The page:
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Beginning JavaScript with DOM Scripting and Ajax: From Novice to Professional (Beginning: From Novice to Professional) (Englisch) Taschenbuch – 2. Juni 2010

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JavaScript is one of the most important technologies on the web. It provides the means to add dynamic functionality to your web pages and serves as the backbone of Ajax-style web development. Beginning JavaScript with DOM Scripting and Ajax is an essential guide for modern JavaScript programming; it's practical but comprehensive. It covers everything you need to know to get up to speed with JavaScript development to add dynamic enhancements to web pages and program Ajax-style applications. Experienced web developer Christian Heilmann begins gently by giving you an overview of JavaScript--its syntax, good coding practices, and the principles of DOM scripting. Then he builds up your JavaScript toolkit, covering dynamically manipulating markup, changing page styling on the fly using the CSS DOM, validating forms, dealing with images, and much more. Then he takes you to advanced territory, with a complete case study illustrating how many new JavaScript techniques can work together, plus a great introduction to Ajax development.

Über den Autor und weitere Mitwirkende

Christian Heilmann grew up in Germany and, after a year working with people with disabilities through the Red Cross, he spent a year as a radio producer. Beginning in 1997, he worked for several agencies in Munich as a web developer. In 2000, he moved to the U.S. to work for eToys and, after the dot-com crash, he moved to the U.K., where he currently works as a lead developer for Agilisys. He publishes an almost-daily blog at http://wait-till-i.com and runs an article repository at http://icant.co.uk. He is a member of the Web Standards Project's DOM Scripting Task Force.

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Von Ulli am 20. November 2009
Format: Taschenbuch
Einerseits:
...hat das Buch einige sehr gute Beispiele, die ich so (ausgeführt) noch in keinem anderen Buch gefunden habe. Hier wird nämlich alles, und das ist ein wahrer Segen, wenn man es mit Javascript ernstnimmt, OO-programmiert. Es gibt vermutlich bessere Bücher über Javascript OOP, aber dieses hier wendet alles gleich in einem praktischen Beispiel an, was, wenn man zu den Leuten gehört, die beim Kopieren anderer Leute Code am besten lernen, genau richtig ist. Und schließlich gibt es zum Buch dazu (oder hinterher auch im Internet runterzuladen) eine ganze Hilfsbibliothek des Autor, ähnlich wie Prototype, wenn auch nicht so groß oder ausgefeilt. Aber es ist ein guter Start für alle, die gleich einmal was anderes als "Hallo Welt" programmieren wollen.

Andererseits:
... ist dies wirklich kein Einsteigerbuch. Ja, es gibt zwei drei Einstiegskapitel übers Programmieren, aber die kann man sich, so seltsam und unverständlich wie sie sind, als Anfänger wirklich schenken. Und Fortgeschritte natürlich erst recht. Weiters ist der Code der Beispiele nur sehr oberflächlich erklärt. Wie gesagt, der Autor stellt eine ganze Hilfsbibliothek zur Verfügung, auf der dann alles Folgende auch sofort aufbaut - hergeleitet oder erklärt wird sie aber nicht. (Oder nur ein winziger Teil davon.) Die Beispiele nur leicht zu adaptieren kostet also einige Zeit und Nerven (zumal man zu diesem Zeitpunkt ja eigentlich noch nicht wirklich weiß, was man tut.)
Es ist aber wiederum auch kein wirkliches Fortgeschrittenenbuch - dafür sind die Beispiele dann doch zu allerweltsmäßig.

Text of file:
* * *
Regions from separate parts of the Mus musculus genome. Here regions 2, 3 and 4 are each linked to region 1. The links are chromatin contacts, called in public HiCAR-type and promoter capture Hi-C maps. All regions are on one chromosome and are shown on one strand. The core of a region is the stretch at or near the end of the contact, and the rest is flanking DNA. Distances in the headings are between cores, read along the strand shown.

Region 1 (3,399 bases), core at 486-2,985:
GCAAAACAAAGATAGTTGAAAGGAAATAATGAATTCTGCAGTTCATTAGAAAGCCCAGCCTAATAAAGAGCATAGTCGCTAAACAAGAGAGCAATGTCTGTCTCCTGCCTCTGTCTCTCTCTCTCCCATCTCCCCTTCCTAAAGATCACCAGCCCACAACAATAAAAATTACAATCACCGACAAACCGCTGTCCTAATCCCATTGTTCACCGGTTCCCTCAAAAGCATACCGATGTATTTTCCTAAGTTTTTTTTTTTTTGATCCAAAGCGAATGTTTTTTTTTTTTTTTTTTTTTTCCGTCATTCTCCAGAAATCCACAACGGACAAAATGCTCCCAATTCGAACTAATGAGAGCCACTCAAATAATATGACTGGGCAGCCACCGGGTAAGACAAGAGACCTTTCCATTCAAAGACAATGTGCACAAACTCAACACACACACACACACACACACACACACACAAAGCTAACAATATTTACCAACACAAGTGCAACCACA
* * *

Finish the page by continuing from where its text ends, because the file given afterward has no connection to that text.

Ich habe mich über dieses Zwischen-drin-Buch - und vor allem seine Beispiele - gefreut. Es war aber nicht die leichteste und auch nicht die schnellste Kost, eher eine gute Ergänzung zu anderen, einführerenden Javascript-Büchern.
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Amazon.com: 19 Rezensionen
44 von 46 Kunden fanden die folgende Rezension hilfreich
A different style than most JavaScript tutorial books... 24. August 2006
Von Thomas Duff - Veröffentlicht auf Amazon.com
Format: Taschenbuch
This JavaScript tutorial is a bit different than most I've had the opportunity to review over the years... Beginning JavaScript with DOM Scripting and Ajax: From Novice to Professional by Christian Heilmann. It will probably play well to the serious developers who want to come at JavaScript from an object-oriented background...

Contents: Getting Started with JavaScript; Data and Decisions; From DHTML to DOM Scripting; HTML and JavaScript; Presentation and Behavior (CSS and Event Handling); Common Uses of JavaScript: Images and Windows; JavaScript and User Interaction: Navigation and Forms; Back-End Interaction with Ajax; Data Validation Techniques; Modern JavaScript Case Study: A Dynamic Gallery; Using Third-Party JavaScript; Debugging JavaScript; Index

Most JavaScript books that try and teach the language usually do the "Hello World" approach, have you put a date on the web page, etc. All OK stuff, but pretty common fare. Heilmann seems to treat JavaScript as a legitimate coding language, with plenty of power and features to allow you to code solutions based on current accepted techniques. For instance, he dives into DOM manipulation pretty early, so you end up seeing quite a bit of material using document.getElementsBy statements. In most JavaScript books, that's either relegated to the later chapters, or skipped altogether. Breaking up the learning by presentation and behavior also helps those who are more in tune with MVC-style design. JavaScript *can* be built in such a way that it's maintainable and segmented, and Heilmann does a very nice job in teaching that style. I also really liked the chapter on debugging, as that's one of those things that I find extremely frustrating about JavaScript. He presents some great options that top my normal "scan the code and see if anything looks wrong" method of finding JavaScript errors...

My only "quibble" with the book is that I don't think I'd recommend it for the pure novice. Perhaps a novice JavaScript developer with solid development skills in other areas... I think a pure novice to coding in general AND JavaScript in particular would quickly get lost here...

Definitely a good read if you have the basics down, and it will likely improve your JavaScript skills and coding techniques...
22 von 24 Kunden fanden die folgende Rezension hilfreich
Emphasize "beginner"; "professional" part is false 12. September 2007
Von Stephen R. Laniel - Veröffentlicht auf Amazon.com
Format: Taschenbuch